Lloyd Martin's Story

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Lloyd Martin Takes His Message to the Faithful
and anyone who will listen

Lloyd Martin is on a mission of salvation. When he stands before men and women gathered in churches and other locations, he speaks with the passion of a preacher intent on saving his flock. In this case, though, Martin is on a mission to save not souls, but lives. 

Martin’s message is simple but powerful: men need to pay attention to prostate cancer. Especially African-American men. He speaks from the gut about his own experience with the disease. He doesn’t mince words or spare details. If he needs to scare people into going to a doctor and getting checked, so be it. 

“I came face to face with my own mortality,” Martin says. “I thought about my wife and sons, and the hardship my death would bring them. I thought about how we are enmeshed in a culture that doesn’t talk about prostate cancer or go to doctors, and how stupid that is. I used to think if I got one man in an audience to get screened, I had done my job. Now I realize I need every man to get screened because I can’t stand the thought of losing one more husband, father or breadwinner.” 

Martin’s mission started in 2007, when he was diagnosed with prostate cancer at the age of 47.  He had no family history of cancer.  His dogged determination and gut feeling led him to endure five biopsies before arriving at the diagnosis. 

An African-American man originally from Jamaica, Lloyd felt he was unusual in that he did see a doctor.  Additionally, he took good care of himself and went for annual check-ups.  When his PSA level came back high, he realized he had been ignoring other symptoms of prostate disease.  Initial biopsies were negative, but his PSA remained high and symptoms persisted.  Eventually the diagnosis was confirmed.  He elected to undergo a radical prostatectomy using minimally invasive robotic surgery.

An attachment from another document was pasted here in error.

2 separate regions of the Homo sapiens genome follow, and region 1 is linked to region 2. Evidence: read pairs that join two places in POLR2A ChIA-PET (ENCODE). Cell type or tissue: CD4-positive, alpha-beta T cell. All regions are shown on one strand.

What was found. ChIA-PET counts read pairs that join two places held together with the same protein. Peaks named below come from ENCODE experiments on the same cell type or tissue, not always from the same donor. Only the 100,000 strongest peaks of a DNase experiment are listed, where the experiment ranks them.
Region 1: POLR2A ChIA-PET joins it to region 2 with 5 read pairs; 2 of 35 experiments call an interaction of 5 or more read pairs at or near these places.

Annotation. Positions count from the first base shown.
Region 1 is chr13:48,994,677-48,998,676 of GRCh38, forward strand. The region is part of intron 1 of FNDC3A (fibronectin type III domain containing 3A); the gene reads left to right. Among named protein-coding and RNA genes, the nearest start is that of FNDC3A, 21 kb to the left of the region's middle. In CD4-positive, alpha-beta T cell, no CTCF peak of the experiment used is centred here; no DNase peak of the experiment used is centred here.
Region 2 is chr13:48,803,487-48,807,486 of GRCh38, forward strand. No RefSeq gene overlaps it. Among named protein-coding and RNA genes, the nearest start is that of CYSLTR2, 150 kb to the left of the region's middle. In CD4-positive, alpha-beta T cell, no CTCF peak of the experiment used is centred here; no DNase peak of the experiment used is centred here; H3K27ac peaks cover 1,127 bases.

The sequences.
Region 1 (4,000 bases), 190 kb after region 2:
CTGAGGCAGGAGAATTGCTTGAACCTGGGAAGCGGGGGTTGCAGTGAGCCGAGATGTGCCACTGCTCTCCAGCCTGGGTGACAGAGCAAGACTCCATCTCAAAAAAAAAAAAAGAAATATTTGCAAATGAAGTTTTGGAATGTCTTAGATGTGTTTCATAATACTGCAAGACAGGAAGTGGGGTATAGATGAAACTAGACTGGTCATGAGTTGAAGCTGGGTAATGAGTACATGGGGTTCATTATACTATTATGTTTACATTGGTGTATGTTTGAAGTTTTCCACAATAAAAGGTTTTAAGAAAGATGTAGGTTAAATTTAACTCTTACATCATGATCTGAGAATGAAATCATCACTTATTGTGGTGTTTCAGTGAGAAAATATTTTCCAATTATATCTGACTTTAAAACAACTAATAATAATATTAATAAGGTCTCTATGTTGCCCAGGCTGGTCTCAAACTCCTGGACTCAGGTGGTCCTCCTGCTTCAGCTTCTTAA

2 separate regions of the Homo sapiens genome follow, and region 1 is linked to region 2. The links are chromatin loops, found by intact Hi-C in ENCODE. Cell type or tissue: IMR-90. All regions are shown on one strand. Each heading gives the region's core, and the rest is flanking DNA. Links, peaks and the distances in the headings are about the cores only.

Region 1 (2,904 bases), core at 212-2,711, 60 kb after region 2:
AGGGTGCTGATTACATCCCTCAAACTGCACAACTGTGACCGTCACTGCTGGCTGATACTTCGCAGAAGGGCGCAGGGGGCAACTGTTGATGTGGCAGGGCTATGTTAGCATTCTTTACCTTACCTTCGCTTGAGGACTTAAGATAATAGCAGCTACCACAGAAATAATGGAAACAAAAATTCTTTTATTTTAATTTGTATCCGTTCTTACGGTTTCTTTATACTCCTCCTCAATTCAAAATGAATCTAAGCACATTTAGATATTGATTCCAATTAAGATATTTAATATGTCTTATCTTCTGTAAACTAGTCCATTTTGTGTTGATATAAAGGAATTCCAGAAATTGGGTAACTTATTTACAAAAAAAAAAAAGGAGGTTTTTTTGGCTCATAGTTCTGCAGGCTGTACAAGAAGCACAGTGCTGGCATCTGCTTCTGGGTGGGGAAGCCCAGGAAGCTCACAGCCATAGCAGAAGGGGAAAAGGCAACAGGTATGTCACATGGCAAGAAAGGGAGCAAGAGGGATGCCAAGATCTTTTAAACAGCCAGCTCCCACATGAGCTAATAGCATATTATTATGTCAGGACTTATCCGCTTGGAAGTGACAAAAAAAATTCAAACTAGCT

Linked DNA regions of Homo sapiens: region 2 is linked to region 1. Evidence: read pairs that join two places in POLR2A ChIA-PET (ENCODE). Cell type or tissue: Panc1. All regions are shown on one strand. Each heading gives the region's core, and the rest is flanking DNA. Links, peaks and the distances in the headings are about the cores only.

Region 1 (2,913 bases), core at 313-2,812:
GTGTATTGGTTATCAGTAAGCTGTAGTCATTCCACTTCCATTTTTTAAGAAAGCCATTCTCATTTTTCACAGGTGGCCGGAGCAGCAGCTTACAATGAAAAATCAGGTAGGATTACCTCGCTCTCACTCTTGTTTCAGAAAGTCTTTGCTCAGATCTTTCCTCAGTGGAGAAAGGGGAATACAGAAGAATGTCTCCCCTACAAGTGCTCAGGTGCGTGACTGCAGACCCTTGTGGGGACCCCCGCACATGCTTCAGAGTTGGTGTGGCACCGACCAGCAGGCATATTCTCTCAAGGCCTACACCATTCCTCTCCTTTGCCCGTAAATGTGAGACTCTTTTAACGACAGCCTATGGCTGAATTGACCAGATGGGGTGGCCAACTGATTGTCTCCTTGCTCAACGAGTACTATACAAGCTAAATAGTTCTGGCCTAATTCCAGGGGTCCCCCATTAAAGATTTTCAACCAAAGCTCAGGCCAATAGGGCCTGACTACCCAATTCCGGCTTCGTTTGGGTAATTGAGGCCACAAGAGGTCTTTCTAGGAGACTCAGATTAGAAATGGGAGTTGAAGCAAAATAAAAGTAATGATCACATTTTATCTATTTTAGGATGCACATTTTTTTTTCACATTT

After writing his first book and preaching to anyone who would listen in Philadelphia Martin started to take his message around the country and the globe. He moved to California and completed his second book Prostate Cancer and Me…Or You, The Two Stages (Man to Man). He still stay in contact with this friends in Philadelphia and at Urologic Consultants who have support him in his mission and journey. You can learn more about Lloyd Martin at http://www.prostatecancersvr.com/about-lloyd-martin.html

“Second only to skin cancer, prostate cancer affects one in seven American men,” says Dr. Laurence Belkoff. “The American Cancer Society estimates that more than 220,000 men will be diagnosed with prostate cancer in 2015, and more than 27,000 will die from prostate cancer. More African-American men will get prostate cancer than men of other races. African-American men are also more likely to be diagnosed at an advanced stage, and are more than twice as likely to die of prostate cancer as white men.

“Many of these deaths can be prevented if the disease is caught early,” Belkoff continues. “We recommend that men discuss screening with their doctors beginning at age 45, earlier if they are at higher risk. If prostate cancer is found early, there are more treatment options and hope for a cure.”